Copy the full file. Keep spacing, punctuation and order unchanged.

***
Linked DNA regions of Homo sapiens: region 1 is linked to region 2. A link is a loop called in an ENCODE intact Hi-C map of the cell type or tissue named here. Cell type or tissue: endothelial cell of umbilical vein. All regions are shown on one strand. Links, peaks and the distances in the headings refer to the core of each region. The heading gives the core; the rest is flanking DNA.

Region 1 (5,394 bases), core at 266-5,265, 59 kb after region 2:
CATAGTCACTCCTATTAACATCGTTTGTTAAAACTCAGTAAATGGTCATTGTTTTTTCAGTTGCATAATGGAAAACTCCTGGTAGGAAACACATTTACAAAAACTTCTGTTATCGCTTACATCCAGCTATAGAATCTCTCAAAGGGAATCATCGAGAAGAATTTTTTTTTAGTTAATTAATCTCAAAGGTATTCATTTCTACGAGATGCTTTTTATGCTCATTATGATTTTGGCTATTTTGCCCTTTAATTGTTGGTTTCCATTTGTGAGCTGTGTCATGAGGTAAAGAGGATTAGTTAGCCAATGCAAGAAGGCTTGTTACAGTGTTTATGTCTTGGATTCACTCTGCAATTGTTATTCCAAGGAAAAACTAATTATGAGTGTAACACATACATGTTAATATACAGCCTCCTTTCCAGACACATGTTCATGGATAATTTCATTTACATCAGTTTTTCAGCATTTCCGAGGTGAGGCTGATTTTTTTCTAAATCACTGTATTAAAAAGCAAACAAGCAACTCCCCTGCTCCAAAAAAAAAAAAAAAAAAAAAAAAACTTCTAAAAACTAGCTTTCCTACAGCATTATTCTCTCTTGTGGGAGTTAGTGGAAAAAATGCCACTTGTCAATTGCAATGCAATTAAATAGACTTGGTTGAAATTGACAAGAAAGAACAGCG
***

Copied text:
Linked DNA regions of Homo sapiens: region 1 is linked to region 2. A link is a loop called in an ENCODE intact Hi-C map of the cell type or tissue named here. Cell type or tissue: endothelial cell of umbilical vein. All regions are shown on one strand. Links, peaks and the distances in the headings refer to the core of each region. The heading gives the core; the rest is flanking DNA.

Region 1 (5,394 bases), core at 266-5,265, 59 kb after region 2:
CATAGTCACTCCTATTAACATCGTTTGTTAAAACTCAGTAAATGGTCATTGTTTTTTCAGTTGCATAATGGAAAACTCCTGGTAGGAAACACATTTACAAAAACTTCTGTTATCGCTTACATCCAGCTATAGAATCTCTCAAAGGGAATCATCGAGAAGAATTTTTTTTTAGTTAATTAATCTCAAAGGTATTCATTTCTACGAGATGCTTTTTATGCTCATTATGATTTTGGCTATTTTGCCCTTTAATTGTTGGTTTCCATTTGTGAGCTGTGTCATGAGGTAAAGAGGATTAGTTAGCCAATGCAAGAAGGCTTGTTACAGTGTTTATGTCTTGGATTCACTCTGCAATTGTTATTCCAAGGAAAAACTAATTATGAGTGTAACACATACATGTTAATATACAGCCTCCTTTCCAGACACATGTTCATGGATAATTTCATTTACATCAGTTTTTCAGCATTTCCGAGGTGAGGCTGATTTTTTTCTAAATCACTGTATTAAAAAGCAAACAAGCAACTCCCCTGCTCCAAAAAAAAAAAAAAAAAAAAAAAAACTTCTAAAAACTAGCTTTCCTACAGCATTATTCTCTCTTGTGGGAGTTAGTGGAAAAAATGCCACTTGTCAATTGCAATGCAATTAAATAGACTTGGTTGAAATTGACAAGAAAGAACAGCG